Most marketplace companies, if not all, have some sort of two-sided feedback mechanism in place today. After both sides complete the transaction, they provide a rating for each other.
Normally, this makes sense. After all, it's not exactly fair to rate something without seeing it from start to finish. But, we do this constantly in our daily lives whenever the transaction experience is long. In a two hour movie, most people aren't waiting for the credits to roll before they decide their thumbs up/down rating of the film. Similarly, a book with twenty chapters either grips you in the first few chapters or it doesn't. While you might still go through all the way to the end, your mind has been made up. And by the time you get to the end, it's very possible that you've already forgotten your pointed criticisms or examples of praise. With the constant distractions around us, it's hard to remember those specific details without a conscious effort to track it somewhere.
Moreover, in marketplaces, especially on-demand marketplaces, the rating feature mostly appears to consumers right before they're about to make their next transaction. At this point, motivation is focused on access to the next service, not rating the previous service. If there are any notes, they're generally not top of mind.
In companies like Uber and Lyft, this would mean that a star rating could come up during the trip. To avoid snap judgments or biases, it might require some level of text input or multiple choice selection about the problems or positives. The Kindle already does some related things by allowing you to highlight favorite passages or annotate the book (like margin notes but for feedback).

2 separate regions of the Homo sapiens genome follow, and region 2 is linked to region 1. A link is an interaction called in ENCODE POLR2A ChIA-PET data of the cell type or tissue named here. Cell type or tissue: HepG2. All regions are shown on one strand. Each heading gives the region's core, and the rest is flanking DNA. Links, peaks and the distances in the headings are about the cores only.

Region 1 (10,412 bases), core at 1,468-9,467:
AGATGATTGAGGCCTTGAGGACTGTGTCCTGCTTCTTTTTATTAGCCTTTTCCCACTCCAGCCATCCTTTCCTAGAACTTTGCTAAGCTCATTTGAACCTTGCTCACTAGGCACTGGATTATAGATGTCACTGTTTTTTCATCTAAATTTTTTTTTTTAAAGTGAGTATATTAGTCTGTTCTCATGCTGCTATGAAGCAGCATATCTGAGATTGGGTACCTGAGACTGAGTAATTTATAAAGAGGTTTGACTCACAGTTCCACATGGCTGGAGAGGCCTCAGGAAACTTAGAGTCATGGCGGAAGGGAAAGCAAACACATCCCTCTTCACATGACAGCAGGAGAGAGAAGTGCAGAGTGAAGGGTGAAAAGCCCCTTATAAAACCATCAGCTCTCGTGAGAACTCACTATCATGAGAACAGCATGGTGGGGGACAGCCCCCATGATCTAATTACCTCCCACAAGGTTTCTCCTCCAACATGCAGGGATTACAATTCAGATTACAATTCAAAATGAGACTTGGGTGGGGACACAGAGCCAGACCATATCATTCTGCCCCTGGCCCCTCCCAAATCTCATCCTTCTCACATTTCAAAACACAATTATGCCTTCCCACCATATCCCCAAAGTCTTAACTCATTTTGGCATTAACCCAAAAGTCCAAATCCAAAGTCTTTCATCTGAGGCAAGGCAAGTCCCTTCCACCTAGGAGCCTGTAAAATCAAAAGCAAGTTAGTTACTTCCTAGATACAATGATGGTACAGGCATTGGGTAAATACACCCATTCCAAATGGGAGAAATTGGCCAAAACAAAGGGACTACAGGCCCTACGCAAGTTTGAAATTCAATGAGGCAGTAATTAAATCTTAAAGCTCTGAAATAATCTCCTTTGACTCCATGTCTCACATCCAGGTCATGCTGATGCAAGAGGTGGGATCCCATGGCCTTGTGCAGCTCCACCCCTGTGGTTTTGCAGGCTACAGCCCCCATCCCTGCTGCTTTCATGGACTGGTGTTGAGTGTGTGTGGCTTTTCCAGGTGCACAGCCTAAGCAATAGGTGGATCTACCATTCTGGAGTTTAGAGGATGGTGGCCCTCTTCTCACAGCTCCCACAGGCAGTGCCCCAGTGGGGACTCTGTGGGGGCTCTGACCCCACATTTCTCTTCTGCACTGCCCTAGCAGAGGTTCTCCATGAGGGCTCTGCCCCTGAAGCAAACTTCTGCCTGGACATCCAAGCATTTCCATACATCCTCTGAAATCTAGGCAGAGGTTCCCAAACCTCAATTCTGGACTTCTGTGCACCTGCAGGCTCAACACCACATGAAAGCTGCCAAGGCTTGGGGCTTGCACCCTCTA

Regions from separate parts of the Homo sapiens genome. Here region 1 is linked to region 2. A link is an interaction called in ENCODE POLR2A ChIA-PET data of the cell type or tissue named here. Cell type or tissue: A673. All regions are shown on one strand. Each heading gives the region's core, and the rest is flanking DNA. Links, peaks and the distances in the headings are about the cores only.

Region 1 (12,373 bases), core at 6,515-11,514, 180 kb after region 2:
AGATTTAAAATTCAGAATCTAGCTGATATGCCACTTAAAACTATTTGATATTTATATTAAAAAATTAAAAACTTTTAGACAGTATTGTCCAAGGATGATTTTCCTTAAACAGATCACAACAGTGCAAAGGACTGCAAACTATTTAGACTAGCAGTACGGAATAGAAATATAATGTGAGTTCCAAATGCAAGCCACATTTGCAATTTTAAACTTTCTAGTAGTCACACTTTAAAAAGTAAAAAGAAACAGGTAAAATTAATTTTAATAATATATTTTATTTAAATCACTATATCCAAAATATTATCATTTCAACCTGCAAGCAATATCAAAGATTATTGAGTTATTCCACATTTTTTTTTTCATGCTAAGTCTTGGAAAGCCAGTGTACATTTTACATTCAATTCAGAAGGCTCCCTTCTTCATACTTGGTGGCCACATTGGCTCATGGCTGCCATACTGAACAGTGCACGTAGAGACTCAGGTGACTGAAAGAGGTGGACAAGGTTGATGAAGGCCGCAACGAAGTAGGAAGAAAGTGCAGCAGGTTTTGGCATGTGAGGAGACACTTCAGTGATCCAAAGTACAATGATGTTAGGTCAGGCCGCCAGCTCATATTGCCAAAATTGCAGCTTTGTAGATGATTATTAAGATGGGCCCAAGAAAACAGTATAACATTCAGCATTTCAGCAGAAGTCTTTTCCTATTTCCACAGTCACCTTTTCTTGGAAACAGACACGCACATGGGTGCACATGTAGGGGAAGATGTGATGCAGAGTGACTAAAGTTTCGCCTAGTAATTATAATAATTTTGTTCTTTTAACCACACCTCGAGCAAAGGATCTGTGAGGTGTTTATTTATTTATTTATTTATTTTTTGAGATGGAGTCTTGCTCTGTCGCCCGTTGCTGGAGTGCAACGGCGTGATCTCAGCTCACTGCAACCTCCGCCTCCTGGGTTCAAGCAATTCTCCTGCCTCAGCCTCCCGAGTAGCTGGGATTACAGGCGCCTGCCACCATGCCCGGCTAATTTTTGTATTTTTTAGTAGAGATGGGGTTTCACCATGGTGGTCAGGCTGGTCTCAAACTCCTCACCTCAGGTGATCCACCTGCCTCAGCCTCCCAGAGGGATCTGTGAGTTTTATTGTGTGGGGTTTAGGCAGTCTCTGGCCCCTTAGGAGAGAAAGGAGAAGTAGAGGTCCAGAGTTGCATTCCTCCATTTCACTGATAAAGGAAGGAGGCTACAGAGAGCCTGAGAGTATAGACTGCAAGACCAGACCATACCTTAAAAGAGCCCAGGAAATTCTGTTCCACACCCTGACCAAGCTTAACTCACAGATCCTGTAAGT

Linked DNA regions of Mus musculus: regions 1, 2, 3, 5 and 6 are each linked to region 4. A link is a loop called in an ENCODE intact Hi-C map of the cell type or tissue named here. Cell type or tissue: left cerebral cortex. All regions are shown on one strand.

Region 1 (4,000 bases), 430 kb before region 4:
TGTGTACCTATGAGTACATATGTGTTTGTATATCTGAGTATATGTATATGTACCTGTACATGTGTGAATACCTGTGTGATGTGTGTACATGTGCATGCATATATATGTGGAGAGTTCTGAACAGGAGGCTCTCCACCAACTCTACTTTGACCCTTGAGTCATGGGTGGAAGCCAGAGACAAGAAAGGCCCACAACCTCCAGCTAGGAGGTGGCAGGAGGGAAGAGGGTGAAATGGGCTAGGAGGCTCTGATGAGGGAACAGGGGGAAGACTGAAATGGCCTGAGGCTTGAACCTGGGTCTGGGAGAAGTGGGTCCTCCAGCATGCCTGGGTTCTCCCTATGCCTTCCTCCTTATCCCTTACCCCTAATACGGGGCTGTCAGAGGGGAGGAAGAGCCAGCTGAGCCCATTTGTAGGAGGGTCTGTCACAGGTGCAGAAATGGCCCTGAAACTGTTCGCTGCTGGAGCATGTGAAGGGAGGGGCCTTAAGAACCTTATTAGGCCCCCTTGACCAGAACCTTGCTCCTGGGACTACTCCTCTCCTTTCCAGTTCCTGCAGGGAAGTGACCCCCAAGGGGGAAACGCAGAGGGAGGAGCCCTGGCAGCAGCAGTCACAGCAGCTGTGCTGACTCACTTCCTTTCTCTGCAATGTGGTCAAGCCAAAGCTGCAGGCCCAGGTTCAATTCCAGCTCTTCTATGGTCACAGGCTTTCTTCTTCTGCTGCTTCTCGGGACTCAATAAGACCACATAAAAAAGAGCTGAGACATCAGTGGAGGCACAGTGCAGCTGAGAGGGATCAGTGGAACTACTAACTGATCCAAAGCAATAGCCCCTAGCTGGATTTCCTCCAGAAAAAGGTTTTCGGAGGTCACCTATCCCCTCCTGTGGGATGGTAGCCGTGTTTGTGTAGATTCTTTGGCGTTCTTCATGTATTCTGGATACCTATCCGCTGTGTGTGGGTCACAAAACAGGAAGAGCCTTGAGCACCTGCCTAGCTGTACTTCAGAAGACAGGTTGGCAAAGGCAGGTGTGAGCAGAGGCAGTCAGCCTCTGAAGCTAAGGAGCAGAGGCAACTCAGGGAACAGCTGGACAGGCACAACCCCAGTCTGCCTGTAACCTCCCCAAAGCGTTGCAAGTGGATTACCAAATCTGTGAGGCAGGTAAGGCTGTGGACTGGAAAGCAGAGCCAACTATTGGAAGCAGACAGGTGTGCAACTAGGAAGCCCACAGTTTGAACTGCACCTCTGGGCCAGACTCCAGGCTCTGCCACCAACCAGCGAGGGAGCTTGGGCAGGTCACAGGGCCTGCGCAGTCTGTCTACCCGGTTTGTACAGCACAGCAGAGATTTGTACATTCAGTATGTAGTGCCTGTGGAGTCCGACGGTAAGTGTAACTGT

Another point here is that the feedback aren't necessarily limited to apps or even software. For example, what if a movie theater provided each viewer with a simple device that would allow them to choose their three favorite and last favorite moments through the movie? Or even if this was just done for focus groups as they were in the process of making the films? It could be a new model for iterative film development! Even restaurants with long degustations could allow users to mark their single favorite or least favorite dish, either to turn that into an a la carte option or to remove from the menu.
Ultimately, when it comes to feedback for these extended transactions or services, I'd suggest that we need to think about new mechanisms on the following fronts.
- deliver feedback on important moments for praise or criticism as they happen
- direct the user's memory to retrieve critical information
- present opportunities for feedback without blocking future transactions
What other ideas do you have?